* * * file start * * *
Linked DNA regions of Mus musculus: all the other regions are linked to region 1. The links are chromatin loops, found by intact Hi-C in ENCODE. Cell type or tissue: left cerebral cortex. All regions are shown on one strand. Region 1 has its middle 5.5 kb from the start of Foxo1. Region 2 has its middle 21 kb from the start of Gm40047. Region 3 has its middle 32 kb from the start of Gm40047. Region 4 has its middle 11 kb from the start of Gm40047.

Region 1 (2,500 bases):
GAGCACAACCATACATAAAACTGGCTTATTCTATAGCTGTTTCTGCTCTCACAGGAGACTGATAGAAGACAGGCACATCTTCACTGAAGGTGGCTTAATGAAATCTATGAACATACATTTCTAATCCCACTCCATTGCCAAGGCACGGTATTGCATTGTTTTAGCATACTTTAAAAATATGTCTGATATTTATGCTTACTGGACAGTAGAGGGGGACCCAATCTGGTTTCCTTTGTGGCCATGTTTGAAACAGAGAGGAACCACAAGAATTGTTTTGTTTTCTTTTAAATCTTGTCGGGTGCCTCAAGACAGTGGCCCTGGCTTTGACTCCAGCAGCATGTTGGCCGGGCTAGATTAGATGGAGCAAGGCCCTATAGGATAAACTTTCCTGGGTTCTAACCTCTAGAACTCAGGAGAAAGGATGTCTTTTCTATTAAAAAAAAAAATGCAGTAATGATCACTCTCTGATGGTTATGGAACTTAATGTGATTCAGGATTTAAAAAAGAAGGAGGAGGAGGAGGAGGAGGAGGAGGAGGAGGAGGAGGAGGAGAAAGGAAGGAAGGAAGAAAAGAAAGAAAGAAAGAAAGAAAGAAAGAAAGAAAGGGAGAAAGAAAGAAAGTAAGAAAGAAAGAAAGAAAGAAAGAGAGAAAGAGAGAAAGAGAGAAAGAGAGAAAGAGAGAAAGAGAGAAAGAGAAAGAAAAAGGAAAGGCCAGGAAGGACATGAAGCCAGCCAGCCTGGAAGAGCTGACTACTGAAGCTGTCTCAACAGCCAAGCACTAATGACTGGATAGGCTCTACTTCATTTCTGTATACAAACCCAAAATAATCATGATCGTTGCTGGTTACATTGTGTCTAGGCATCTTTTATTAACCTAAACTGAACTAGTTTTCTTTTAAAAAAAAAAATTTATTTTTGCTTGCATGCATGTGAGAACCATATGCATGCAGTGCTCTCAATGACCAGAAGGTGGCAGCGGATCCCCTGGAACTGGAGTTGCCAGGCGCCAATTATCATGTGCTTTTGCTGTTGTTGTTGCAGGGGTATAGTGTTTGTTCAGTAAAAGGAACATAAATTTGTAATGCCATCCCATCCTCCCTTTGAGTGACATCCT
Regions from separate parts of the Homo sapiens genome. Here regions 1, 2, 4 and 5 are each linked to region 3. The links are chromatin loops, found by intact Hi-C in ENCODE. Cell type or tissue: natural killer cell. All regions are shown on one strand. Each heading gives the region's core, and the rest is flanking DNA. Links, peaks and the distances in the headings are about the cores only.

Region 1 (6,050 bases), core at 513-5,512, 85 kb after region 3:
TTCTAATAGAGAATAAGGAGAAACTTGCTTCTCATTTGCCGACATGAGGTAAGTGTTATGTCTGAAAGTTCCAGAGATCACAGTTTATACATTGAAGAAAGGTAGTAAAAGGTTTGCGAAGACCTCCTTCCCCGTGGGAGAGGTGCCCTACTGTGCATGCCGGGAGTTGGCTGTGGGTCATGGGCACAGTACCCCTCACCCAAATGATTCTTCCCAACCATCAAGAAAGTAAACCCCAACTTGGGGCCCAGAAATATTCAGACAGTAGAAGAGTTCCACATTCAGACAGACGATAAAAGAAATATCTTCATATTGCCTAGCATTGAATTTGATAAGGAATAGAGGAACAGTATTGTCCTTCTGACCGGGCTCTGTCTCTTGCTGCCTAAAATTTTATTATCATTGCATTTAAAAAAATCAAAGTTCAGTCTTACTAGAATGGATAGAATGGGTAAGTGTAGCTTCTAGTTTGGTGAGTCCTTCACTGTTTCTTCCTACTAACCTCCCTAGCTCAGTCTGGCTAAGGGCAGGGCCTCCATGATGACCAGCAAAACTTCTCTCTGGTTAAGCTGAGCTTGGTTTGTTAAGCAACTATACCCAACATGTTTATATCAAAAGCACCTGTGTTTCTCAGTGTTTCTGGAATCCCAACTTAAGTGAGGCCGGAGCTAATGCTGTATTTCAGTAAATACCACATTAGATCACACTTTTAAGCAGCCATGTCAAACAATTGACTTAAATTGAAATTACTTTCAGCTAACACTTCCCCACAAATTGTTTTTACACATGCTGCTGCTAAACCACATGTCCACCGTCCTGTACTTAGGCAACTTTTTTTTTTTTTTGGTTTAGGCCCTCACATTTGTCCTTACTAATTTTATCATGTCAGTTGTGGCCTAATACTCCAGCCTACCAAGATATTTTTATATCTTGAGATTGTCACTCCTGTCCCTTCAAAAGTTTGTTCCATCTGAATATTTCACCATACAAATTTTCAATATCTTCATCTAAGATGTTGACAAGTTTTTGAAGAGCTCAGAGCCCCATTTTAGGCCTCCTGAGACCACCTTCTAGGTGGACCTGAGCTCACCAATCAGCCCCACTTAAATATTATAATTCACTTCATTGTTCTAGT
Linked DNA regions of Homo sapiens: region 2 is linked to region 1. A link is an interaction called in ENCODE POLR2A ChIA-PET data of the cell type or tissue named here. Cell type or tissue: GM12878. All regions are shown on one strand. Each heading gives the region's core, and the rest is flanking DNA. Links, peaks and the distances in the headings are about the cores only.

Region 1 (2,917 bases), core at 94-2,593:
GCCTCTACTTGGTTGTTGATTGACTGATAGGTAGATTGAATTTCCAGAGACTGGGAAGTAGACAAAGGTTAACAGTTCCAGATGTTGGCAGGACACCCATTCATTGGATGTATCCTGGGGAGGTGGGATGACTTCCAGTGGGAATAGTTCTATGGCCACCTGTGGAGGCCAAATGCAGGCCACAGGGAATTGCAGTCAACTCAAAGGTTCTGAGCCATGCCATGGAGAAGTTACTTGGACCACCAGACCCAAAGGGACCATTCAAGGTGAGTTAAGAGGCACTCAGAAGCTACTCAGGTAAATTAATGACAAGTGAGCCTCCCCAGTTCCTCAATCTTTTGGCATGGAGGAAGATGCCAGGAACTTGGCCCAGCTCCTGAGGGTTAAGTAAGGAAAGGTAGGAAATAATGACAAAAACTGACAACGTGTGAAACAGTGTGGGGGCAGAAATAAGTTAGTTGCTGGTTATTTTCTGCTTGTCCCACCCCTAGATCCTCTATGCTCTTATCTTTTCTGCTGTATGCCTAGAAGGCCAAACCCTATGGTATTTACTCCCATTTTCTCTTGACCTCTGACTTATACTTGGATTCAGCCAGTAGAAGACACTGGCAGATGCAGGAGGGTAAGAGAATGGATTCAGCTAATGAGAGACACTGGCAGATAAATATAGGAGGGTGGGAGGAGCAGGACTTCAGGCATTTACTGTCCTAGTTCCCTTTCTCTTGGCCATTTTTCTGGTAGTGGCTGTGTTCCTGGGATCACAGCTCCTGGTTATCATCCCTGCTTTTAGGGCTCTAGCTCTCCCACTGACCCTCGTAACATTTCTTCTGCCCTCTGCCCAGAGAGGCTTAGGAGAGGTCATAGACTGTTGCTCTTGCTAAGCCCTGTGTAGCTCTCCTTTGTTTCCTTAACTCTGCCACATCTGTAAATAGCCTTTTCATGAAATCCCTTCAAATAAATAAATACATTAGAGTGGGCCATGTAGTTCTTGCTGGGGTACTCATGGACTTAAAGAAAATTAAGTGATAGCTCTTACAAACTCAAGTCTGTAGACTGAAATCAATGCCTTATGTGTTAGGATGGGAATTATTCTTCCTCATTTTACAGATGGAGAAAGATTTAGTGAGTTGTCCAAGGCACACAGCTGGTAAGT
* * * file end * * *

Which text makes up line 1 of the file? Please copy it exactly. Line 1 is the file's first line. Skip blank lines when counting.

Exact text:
Linked DNA regions of Mus musculus: all the other regions are linked to region 1. The links are chromatin loops, found by intact Hi-C in ENCODE. Cell type or tissue: left cerebral cortex. All regions are shown on one strand. Region 1 has its middle 5.5 kb from the start of Foxo1. Region 2 has its middle 21 kb from the start of Gm40047. Region 3 has its middle 32 kb from the start of Gm40047. Region 4 has its middle 11 kb from the start of Gm40047.